Books At a Glance:
What do you think are the prospects for positive dialogue between Reformed believers and other brothers and sisters on this topic?
We believe that discussions on the intent and nature of the atonement can lead to a greater understanding of the atonement in all its aspects. Whether one agrees or disagrees with the overall argument of our book, as Don Carson says in his endorsement, “This book will elicit adoration as its readers ponder afresh what Jesus achieved on the cross.” This is a family discussion—Amyraldians and Hypothetical Universalists, for example, were historically part of the Reformed family. We think that biblically and theologically they are awkward cousins. However, in some families there are certain topics that “don’t get spoken about,” which is more often a sign of family immaturity than wise counsel. We want to encourage the Reformed family to greater maturity by having open and robust conversation over the issue of those for whom Christ died. Caricatures of all sides should finally be put to bed, and each position should be seriously considered and engaged. We believe that the classic Reformed position presents the best biblical and theological model for understanding the intent and nature of the atonement. We won’t disown those who disagree, but only because they are family members for whom Christ died.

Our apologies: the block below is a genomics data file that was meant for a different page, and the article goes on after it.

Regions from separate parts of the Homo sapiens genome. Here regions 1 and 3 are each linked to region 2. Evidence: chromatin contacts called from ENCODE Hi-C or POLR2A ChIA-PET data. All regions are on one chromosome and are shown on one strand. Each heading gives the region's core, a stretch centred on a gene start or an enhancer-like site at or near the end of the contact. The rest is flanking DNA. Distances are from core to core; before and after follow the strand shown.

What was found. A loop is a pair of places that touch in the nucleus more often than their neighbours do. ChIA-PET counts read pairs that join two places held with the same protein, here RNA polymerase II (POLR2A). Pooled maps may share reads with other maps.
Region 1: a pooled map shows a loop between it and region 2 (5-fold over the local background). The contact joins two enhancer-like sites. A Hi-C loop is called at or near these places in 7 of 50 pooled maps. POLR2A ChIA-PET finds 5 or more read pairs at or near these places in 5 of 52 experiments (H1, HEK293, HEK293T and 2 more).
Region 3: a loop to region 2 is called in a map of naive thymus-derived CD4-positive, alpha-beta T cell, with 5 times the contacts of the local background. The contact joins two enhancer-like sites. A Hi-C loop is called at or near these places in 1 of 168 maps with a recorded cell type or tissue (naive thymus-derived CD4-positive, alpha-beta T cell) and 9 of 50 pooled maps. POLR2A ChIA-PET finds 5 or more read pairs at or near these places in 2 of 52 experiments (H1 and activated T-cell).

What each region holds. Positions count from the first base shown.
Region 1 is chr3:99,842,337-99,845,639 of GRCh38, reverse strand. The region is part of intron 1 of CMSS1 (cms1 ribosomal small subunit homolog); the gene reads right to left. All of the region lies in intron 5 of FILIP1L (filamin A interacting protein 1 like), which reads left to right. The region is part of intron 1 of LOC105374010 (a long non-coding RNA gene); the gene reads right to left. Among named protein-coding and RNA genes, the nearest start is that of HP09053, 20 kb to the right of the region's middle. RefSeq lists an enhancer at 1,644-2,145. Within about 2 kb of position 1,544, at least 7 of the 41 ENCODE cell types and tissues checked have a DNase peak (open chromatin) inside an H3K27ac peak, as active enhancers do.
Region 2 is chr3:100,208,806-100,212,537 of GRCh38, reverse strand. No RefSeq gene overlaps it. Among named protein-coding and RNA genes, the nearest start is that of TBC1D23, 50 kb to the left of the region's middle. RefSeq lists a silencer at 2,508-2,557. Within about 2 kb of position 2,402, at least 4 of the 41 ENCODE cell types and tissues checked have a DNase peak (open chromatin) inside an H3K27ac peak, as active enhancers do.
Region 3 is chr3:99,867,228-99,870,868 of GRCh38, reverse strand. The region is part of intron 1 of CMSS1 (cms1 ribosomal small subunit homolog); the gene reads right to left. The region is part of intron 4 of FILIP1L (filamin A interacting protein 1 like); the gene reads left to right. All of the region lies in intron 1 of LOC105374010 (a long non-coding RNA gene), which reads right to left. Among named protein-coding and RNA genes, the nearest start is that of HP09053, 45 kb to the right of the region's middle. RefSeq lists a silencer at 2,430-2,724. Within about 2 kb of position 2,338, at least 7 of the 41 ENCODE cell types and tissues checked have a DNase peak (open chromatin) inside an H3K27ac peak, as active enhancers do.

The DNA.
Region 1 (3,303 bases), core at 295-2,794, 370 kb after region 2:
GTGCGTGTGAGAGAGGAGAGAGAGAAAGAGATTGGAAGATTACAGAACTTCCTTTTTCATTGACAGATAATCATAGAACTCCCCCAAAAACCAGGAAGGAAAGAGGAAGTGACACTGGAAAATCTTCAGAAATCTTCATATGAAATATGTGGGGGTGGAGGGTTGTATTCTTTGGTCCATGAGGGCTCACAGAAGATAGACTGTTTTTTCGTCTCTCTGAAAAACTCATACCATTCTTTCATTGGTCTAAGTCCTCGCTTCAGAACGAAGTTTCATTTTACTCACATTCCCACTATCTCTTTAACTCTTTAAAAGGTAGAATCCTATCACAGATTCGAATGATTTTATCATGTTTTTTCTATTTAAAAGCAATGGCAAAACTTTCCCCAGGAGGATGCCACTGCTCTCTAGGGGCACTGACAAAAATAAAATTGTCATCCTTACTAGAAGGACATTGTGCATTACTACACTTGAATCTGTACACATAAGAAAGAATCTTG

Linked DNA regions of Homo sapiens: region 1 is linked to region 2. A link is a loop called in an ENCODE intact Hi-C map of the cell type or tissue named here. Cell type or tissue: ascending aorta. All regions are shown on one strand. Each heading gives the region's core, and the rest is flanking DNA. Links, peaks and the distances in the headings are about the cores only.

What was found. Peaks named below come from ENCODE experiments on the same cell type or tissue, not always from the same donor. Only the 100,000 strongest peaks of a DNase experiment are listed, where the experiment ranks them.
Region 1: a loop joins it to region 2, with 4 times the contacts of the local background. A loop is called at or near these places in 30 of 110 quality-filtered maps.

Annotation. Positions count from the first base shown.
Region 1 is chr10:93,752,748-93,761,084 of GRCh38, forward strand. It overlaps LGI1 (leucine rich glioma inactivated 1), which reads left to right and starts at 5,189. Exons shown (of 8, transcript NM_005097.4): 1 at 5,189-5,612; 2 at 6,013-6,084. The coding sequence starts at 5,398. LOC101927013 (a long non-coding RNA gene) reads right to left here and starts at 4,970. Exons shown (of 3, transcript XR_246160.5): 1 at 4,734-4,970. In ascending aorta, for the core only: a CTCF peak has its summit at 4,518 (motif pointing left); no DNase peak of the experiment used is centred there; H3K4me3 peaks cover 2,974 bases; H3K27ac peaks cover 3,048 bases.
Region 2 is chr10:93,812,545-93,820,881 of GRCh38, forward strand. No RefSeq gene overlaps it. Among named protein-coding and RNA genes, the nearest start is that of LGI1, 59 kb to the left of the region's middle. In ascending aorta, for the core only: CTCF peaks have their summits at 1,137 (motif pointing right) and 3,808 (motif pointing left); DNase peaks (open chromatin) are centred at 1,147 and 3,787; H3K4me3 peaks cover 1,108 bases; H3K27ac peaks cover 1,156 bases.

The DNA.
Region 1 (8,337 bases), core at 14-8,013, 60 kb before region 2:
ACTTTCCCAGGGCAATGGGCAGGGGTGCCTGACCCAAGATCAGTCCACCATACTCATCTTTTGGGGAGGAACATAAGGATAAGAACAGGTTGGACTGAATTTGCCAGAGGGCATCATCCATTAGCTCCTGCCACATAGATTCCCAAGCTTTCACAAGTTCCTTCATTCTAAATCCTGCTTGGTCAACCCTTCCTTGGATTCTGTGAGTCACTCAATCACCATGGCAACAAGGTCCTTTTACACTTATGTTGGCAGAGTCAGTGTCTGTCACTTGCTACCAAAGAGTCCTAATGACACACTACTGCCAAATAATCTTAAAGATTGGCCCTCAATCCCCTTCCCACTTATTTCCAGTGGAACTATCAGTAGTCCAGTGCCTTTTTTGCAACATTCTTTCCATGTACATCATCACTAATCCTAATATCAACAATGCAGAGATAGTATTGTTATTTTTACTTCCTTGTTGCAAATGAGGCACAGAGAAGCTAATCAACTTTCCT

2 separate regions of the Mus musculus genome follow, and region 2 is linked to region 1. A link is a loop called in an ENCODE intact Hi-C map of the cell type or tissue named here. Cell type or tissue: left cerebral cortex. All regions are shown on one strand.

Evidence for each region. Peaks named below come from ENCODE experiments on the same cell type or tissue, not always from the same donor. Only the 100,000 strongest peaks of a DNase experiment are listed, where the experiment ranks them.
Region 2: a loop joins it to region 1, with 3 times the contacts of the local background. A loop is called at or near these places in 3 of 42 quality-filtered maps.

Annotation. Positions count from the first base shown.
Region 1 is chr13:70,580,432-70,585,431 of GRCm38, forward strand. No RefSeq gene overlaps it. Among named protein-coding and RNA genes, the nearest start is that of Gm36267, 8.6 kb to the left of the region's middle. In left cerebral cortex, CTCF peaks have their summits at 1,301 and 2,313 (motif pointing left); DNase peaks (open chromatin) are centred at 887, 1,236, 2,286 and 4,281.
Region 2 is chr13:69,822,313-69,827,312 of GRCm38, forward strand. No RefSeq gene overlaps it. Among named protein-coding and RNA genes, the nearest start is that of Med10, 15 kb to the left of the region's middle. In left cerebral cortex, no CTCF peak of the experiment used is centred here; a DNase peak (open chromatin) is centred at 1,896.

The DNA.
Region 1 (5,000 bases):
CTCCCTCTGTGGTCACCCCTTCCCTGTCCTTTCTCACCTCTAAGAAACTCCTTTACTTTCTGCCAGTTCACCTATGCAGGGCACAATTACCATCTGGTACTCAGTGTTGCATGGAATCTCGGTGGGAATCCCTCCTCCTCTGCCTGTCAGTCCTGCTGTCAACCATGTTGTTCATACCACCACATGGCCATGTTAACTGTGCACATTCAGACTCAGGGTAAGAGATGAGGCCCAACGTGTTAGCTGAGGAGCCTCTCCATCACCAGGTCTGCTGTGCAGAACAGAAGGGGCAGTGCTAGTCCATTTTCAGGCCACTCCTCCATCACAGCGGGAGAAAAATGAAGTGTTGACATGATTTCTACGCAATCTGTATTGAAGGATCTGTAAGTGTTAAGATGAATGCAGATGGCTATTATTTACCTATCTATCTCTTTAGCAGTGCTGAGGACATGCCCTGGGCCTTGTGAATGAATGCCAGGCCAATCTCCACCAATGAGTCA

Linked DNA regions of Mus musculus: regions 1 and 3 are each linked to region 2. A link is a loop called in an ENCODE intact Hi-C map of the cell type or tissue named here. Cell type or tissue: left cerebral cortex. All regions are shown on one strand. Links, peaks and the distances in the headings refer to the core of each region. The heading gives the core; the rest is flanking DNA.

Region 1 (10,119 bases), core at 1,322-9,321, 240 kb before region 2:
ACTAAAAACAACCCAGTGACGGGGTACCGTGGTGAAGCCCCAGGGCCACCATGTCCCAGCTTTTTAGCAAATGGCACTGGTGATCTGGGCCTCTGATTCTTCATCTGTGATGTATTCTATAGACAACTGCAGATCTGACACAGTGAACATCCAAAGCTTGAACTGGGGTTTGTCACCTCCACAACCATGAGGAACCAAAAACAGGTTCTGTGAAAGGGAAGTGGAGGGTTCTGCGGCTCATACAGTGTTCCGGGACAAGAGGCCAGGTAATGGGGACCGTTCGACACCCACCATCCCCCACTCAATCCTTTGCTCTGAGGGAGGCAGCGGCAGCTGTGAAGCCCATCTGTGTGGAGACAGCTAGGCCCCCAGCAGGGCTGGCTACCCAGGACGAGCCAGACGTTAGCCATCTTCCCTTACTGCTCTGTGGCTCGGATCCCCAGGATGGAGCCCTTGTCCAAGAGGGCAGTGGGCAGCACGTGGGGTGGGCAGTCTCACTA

Books At a Glance:
Do you have any advice for laypeople attempting to broach “difficult” doctrines like definite atonement with their unconvinced Christian friends?
As with so many controversial issues among Christians, the key thing is not to win the argument but to win the person. In the case of definite atonement, we believe that this is best done with a tone that is respectful and courteous. We have aimed for this throughout our book. This does not negate robust disagreements, or pointing out where someone’s exegesis or logic is faulty; but it does mean that the manner in which the arguments are presented is as important as the arguments themselves. Content-wise, we would encourage people to aim to be as biblical as possible, letting each text speak for itself, but always in its proper historical, literary and theological contexts. However, keep in mind that no one text proves or disproves the doctrine. Just explaining that definite atonement is a theological construct and not a biblicist doctrine may be enough of a paradigm shift that could just win the person.
Books At a Glance:
Thank you for your good work and for taking the time to answer our questions!
It’s a pleasure. Thank you for the opportunity.
Buy the books
From Heaven He Came And Sought Her: Definite Atonement In Historical, Biblical, Theological, And Pastoral Perspective, Part 1